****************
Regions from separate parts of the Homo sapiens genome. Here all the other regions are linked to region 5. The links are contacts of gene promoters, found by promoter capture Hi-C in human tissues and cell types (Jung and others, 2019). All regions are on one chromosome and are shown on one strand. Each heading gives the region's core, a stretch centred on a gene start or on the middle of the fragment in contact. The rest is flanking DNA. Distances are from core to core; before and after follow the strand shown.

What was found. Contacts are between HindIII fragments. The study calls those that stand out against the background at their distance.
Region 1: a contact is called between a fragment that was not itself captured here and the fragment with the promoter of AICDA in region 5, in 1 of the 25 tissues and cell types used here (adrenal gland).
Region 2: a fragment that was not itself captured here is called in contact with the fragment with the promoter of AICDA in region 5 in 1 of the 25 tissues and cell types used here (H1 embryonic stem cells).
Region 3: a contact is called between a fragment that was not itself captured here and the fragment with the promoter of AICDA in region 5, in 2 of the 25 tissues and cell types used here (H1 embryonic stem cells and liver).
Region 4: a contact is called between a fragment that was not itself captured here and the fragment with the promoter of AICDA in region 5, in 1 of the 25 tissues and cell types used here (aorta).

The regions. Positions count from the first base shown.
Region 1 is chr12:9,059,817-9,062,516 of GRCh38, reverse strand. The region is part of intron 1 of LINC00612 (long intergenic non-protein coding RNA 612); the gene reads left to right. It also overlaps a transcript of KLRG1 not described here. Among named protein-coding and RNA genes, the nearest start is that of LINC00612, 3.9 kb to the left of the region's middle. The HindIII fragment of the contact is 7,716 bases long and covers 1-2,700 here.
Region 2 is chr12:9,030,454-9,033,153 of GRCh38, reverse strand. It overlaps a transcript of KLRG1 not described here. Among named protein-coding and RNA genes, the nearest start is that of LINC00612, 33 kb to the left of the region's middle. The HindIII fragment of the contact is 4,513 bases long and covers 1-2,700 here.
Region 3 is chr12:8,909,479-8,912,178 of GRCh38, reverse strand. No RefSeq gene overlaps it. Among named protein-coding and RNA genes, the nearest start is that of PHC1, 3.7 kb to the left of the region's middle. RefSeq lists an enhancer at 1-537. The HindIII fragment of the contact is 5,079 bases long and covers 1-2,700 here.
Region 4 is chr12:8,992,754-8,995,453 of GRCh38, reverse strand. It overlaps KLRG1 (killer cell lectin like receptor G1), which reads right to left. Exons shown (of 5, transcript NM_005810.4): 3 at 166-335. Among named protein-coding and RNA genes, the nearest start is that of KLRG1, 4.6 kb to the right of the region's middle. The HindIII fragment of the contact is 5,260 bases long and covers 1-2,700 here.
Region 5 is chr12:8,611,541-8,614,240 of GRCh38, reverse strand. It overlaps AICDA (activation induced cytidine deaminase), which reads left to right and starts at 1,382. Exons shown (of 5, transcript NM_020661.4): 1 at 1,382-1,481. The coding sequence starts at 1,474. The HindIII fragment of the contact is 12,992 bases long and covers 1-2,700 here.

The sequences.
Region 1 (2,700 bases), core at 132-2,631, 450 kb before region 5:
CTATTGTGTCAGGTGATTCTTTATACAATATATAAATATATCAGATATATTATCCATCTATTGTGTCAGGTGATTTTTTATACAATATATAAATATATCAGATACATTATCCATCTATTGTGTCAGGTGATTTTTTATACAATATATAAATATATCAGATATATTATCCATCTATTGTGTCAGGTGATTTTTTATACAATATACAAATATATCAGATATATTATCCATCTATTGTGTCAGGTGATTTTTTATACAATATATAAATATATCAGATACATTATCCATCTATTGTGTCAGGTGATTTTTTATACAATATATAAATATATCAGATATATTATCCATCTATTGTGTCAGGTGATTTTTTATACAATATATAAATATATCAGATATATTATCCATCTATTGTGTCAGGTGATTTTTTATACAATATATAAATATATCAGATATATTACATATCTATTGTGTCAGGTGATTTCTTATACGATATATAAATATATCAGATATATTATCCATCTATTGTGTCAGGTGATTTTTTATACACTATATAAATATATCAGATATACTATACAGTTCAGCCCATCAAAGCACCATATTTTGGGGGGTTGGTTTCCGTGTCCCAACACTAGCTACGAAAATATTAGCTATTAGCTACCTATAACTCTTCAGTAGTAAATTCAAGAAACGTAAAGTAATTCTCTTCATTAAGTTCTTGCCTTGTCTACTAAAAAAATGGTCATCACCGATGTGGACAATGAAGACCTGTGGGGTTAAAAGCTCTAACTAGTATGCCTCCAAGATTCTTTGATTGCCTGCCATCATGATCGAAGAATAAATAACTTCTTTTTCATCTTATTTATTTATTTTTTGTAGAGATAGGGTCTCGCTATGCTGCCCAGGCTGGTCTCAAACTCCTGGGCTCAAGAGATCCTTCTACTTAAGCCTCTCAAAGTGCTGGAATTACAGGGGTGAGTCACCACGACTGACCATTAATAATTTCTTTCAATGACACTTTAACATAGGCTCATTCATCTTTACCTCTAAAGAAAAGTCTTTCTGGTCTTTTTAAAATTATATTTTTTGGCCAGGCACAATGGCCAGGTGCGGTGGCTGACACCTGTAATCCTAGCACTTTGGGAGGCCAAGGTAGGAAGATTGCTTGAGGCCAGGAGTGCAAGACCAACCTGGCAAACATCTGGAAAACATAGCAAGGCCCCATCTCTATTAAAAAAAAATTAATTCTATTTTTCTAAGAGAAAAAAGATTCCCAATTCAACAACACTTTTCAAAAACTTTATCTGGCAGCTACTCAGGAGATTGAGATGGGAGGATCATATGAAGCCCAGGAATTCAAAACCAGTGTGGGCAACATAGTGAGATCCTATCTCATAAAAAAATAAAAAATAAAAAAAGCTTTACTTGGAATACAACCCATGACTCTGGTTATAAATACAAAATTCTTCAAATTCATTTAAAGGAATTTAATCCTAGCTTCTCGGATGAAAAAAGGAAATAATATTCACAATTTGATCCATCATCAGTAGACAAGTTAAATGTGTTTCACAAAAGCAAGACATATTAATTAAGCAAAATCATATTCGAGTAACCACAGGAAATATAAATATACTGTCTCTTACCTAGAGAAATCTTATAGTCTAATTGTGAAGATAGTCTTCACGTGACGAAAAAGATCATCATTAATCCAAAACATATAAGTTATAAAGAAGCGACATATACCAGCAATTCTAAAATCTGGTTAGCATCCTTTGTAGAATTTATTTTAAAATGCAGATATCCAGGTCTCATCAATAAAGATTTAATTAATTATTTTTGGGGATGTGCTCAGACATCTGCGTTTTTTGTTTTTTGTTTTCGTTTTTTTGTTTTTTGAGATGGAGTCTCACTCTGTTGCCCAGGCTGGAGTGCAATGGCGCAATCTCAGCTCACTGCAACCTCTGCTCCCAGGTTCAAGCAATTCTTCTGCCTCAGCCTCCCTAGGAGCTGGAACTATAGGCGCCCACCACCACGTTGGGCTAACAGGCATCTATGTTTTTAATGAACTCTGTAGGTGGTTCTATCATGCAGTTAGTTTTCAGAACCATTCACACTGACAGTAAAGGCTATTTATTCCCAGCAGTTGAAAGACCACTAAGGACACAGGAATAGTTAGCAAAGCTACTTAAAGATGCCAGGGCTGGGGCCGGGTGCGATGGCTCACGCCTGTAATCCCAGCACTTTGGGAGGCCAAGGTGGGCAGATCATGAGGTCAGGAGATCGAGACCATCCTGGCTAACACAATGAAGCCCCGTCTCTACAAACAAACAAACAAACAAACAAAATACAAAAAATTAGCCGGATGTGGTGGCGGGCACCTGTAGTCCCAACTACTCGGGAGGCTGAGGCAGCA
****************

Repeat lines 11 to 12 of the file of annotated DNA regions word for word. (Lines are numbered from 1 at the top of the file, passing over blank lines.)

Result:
Region 4 is chr12:8,992,754-8,995,453 of GRCh38, reverse strand. It overlaps KLRG1 (killer cell lectin like receptor G1), which reads right to left. Exons shown (of 5, transcript NM_005810.4): 3 at 166-335. Among named protein-coding and RNA genes, the nearest start is that of KLRG1, 4.6 kb to the right of the region's middle. The HindIII fragment of the contact is 5,260 bases long and covers 1-2,700 here.
Region 5 is chr12:8,611,541-8,614,240 of GRCh38, reverse strand. It overlaps AICDA (activation induced cytidine deaminase), which reads left to right and starts at 1,382. Exons shown (of 5, transcript NM_020661.4): 1 at 1,382-1,481. The coding sequence starts at 1,474. The HindIII fragment of the contact is 12,992 bases long and covers 1-2,700 here.